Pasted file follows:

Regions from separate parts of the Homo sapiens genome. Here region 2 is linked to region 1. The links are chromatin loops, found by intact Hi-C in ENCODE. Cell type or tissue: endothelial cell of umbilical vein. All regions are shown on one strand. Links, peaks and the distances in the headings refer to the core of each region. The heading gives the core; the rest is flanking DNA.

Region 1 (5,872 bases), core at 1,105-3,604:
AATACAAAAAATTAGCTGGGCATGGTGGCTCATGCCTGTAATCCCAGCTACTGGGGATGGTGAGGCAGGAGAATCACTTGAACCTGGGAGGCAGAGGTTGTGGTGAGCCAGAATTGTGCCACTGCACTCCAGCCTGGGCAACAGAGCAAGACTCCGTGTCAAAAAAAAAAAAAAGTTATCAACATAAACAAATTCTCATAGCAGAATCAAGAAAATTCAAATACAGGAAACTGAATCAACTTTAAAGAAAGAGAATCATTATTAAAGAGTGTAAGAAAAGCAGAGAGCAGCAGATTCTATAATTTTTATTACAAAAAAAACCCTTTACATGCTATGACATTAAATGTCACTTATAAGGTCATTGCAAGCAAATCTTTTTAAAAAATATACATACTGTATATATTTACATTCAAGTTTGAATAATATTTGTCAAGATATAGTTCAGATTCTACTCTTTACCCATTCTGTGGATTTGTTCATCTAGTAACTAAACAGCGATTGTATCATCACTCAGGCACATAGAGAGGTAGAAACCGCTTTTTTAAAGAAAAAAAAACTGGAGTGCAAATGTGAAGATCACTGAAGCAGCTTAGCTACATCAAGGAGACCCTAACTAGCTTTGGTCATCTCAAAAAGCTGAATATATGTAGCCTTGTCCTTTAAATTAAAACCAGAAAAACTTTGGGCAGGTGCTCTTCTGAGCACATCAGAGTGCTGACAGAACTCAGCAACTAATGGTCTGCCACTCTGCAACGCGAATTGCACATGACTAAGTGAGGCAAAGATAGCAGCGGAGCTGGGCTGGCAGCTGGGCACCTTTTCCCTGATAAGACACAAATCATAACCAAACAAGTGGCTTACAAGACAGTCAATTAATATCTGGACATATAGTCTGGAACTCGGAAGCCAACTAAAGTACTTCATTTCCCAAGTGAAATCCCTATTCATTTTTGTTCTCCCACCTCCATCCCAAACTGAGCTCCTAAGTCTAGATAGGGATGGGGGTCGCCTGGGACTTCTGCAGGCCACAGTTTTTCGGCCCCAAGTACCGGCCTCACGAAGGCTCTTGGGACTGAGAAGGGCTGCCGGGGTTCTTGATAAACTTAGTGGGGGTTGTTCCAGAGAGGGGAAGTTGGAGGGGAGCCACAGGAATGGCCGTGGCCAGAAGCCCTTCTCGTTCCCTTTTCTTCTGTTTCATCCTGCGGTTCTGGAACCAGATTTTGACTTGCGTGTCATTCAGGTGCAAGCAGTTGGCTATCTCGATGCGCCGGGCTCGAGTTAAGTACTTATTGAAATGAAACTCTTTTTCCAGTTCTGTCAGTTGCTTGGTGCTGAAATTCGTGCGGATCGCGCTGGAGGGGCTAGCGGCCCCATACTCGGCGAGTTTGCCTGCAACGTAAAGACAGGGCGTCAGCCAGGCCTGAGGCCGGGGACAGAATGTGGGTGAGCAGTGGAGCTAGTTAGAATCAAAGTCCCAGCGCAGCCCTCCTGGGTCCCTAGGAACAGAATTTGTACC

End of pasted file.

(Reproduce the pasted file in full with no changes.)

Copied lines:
Regions from separate parts of the Homo sapiens genome. Here region 2 is linked to region 1. The links are chromatin loops, found by intact Hi-C in ENCODE. Cell type or tissue: endothelial cell of umbilical vein. All regions are shown on one strand. Links, peaks and the distances in the headings refer to the core of each region. The heading gives the core; the rest is flanking DNA.

Region 1 (5,872 bases), core at 1,105-3,604:
AATACAAAAAATTAGCTGGGCATGGTGGCTCATGCCTGTAATCCCAGCTACTGGGGATGGTGAGGCAGGAGAATCACTTGAACCTGGGAGGCAGAGGTTGTGGTGAGCCAGAATTGTGCCACTGCACTCCAGCCTGGGCAACAGAGCAAGACTCCGTGTCAAAAAAAAAAAAAAGTTATCAACATAAACAAATTCTCATAGCAGAATCAAGAAAATTCAAATACAGGAAACTGAATCAACTTTAAAGAAAGAGAATCATTATTAAAGAGTGTAAGAAAAGCAGAGAGCAGCAGATTCTATAATTTTTATTACAAAAAAAACCCTTTACATGCTATGACATTAAATGTCACTTATAAGGTCATTGCAAGCAAATCTTTTTAAAAAATATACATACTGTATATATTTACATTCAAGTTTGAATAATATTTGTCAAGATATAGTTCAGATTCTACTCTTTACCCATTCTGTGGATTTGTTCATCTAGTAACTAAACAGCGATTGTATCATCACTCAGGCACATAGAGAGGTAGAAACCGCTTTTTTAAAGAAAAAAAAACTGGAGTGCAAATGTGAAGATCACTGAAGCAGCTTAGCTACATCAAGGAGACCCTAACTAGCTTTGGTCATCTCAAAAAGCTGAATATATGTAGCCTTGTCCTTTAAATTAAAACCAGAAAAACTTTGGGCAGGTGCTCTTCTGAGCACATCAGAGTGCTGACAGAACTCAGCAACTAATGGTCTGCCACTCTGCAACGCGAATTGCACATGACTAAGTGAGGCAAAGATAGCAGCGGAGCTGGGCTGGCAGCTGGGCACCTTTTCCCTGATAAGACACAAATCATAACCAAACAAGTGGCTTACAAGACAGTCAATTAATATCTGGACATATAGTCTGGAACTCGGAAGCCAACTAAAGTACTTCATTTCCCAAGTGAAATCCCTATTCATTTTTGTTCTCCCACCTCCATCCCAAACTGAGCTCCTAAGTCTAGATAGGGATGGGGGTCGCCTGGGACTTCTGCAGGCCACAGTTTTTCGGCCCCAAGTACCGGCCTCACGAAGGCTCTTGGGACTGAGAAGGGCTGCCGGGGTTCTTGATAAACTTAGTGGGGGTTGTTCCAGAGAGGGGAAGTTGGAGGGGAGCCACAGGAATGGCCGTGGCCAGAAGCCCTTCTCGTTCCCTTTTCTTCTGTTTCATCCTGCGGTTCTGGAACCAGATTTTGACTTGCGTGTCATTCAGGTGCAAGCAGTTGGCTATCTCGATGCGCCGGGCTCGAGTTAAGTACTTATTGAAATGAAACTCTTTTTCCAGTTCTGTCAGTTGCTTGGTGCTGAAATTCGTGCGGATCGCGCTGGAGGGGCTAGCGGCCCCATACTCGGCGAGTTTGCCTGCAACGTAAAGACAGGGCGTCAGCCAGGCCTGAGGCCGGGGACAGAATGTGGGTGAGCAGTGGAGCTAGTTAGAATCAAAGTCCCAGCGCAGCCCTCCTGGGTCCCTAGGAACAGAATTTGTACC